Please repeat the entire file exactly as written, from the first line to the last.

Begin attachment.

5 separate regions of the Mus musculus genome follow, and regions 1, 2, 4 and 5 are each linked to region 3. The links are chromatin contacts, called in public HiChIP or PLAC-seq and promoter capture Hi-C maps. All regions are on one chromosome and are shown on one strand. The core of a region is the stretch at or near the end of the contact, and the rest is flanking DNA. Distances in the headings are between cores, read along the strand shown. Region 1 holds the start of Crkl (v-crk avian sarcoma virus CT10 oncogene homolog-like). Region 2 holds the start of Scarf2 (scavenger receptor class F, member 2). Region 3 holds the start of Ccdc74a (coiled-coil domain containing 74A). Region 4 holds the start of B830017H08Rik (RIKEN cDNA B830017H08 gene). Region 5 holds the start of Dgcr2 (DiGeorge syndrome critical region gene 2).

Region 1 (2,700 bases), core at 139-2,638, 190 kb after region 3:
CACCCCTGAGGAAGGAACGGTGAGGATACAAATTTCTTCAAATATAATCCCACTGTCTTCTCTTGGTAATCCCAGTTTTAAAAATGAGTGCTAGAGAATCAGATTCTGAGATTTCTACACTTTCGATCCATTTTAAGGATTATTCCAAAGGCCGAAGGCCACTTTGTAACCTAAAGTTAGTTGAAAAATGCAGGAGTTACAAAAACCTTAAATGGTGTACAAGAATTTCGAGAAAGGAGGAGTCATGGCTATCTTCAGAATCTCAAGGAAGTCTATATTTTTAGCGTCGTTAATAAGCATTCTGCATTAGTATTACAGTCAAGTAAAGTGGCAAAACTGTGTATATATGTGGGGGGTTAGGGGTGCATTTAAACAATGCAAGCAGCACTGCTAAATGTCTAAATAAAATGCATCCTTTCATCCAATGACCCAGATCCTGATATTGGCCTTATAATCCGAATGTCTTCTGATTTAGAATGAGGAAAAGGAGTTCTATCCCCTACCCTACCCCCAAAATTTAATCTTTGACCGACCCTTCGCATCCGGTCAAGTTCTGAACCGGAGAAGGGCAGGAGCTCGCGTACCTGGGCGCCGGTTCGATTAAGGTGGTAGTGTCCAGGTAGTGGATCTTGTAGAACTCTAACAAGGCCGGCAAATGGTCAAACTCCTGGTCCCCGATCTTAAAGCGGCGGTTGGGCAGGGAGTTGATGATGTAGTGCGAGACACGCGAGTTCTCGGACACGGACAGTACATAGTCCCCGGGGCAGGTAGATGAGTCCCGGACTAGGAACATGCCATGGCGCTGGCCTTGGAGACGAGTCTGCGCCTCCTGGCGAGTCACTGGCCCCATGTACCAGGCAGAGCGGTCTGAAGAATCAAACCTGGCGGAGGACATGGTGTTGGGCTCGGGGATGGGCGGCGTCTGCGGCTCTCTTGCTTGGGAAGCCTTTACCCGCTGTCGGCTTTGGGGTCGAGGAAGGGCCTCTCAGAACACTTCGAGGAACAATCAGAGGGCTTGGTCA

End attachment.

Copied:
5 separate regions of the Mus musculus genome follow, and regions 1, 2, 4 and 5 are each linked to region 3. The links are chromatin contacts, called in public HiChIP or PLAC-seq and promoter capture Hi-C maps. All regions are on one chromosome and are shown on one strand. The core of a region is the stretch at or near the end of the contact, and the rest is flanking DNA. Distances in the headings are between cores, read along the strand shown. Region 1 holds the start of Crkl (v-crk avian sarcoma virus CT10 oncogene homolog-like). Region 2 holds the start of Scarf2 (scavenger receptor class F, member 2). Region 3 holds the start of Ccdc74a (coiled-coil domain containing 74A). Region 4 holds the start of B830017H08Rik (RIKEN cDNA B830017H08 gene). Region 5 holds the start of Dgcr2 (DiGeorge syndrome critical region gene 2).

Region 1 (2,700 bases), core at 139-2,638, 190 kb after region 3:
CACCCCTGAGGAAGGAACGGTGAGGATACAAATTTCTTCAAATATAATCCCACTGTCTTCTCTTGGTAATCCCAGTTTTAAAAATGAGTGCTAGAGAATCAGATTCTGAGATTTCTACACTTTCGATCCATTTTAAGGATTATTCCAAAGGCCGAAGGCCACTTTGTAACCTAAAGTTAGTTGAAAAATGCAGGAGTTACAAAAACCTTAAATGGTGTACAAGAATTTCGAGAAAGGAGGAGTCATGGCTATCTTCAGAATCTCAAGGAAGTCTATATTTTTAGCGTCGTTAATAAGCATTCTGCATTAGTATTACAGTCAAGTAAAGTGGCAAAACTGTGTATATATGTGGGGGGTTAGGGGTGCATTTAAACAATGCAAGCAGCACTGCTAAATGTCTAAATAAAATGCATCCTTTCATCCAATGACCCAGATCCTGATATTGGCCTTATAATCCGAATGTCTTCTGATTTAGAATGAGGAAAAGGAGTTCTATCCCCTACCCTACCCCCAAAATTTAATCTTTGACCGACCCTTCGCATCCGGTCAAGTTCTGAACCGGAGAAGGGCAGGAGCTCGCGTACCTGGGCGCCGGTTCGATTAAGGTGGTAGTGTCCAGGTAGTGGATCTTGTAGAACTCTAACAAGGCCGGCAAATGGTCAAACTCCTGGTCCCCGATCTTAAAGCGGCGGTTGGGCAGGGAGTTGATGATGTAGTGCGAGACACGCGAGTTCTCGGACACGGACAGTACATAGTCCCCGGGGCAGGTAGATGAGTCCCGGACTAGGAACATGCCATGGCGCTGGCCTTGGAGACGAGTCTGCGCCTCCTGGCGAGTCACTGGCCCCATGTACCAGGCAGAGCGGTCTGAAGAATCAAACCTGGCGGAGGACATGGTGTTGGGCTCGGGGATGGGCGGCGTCTGCGGCTCTCTTGCTTGGGAAGCCTTTACCCGCTGTCGGCTTTGGGGTCGAGGAAGGGCCTCTCAGAACACTTCGAGGAACAATCAGAGGGCTTGGTCA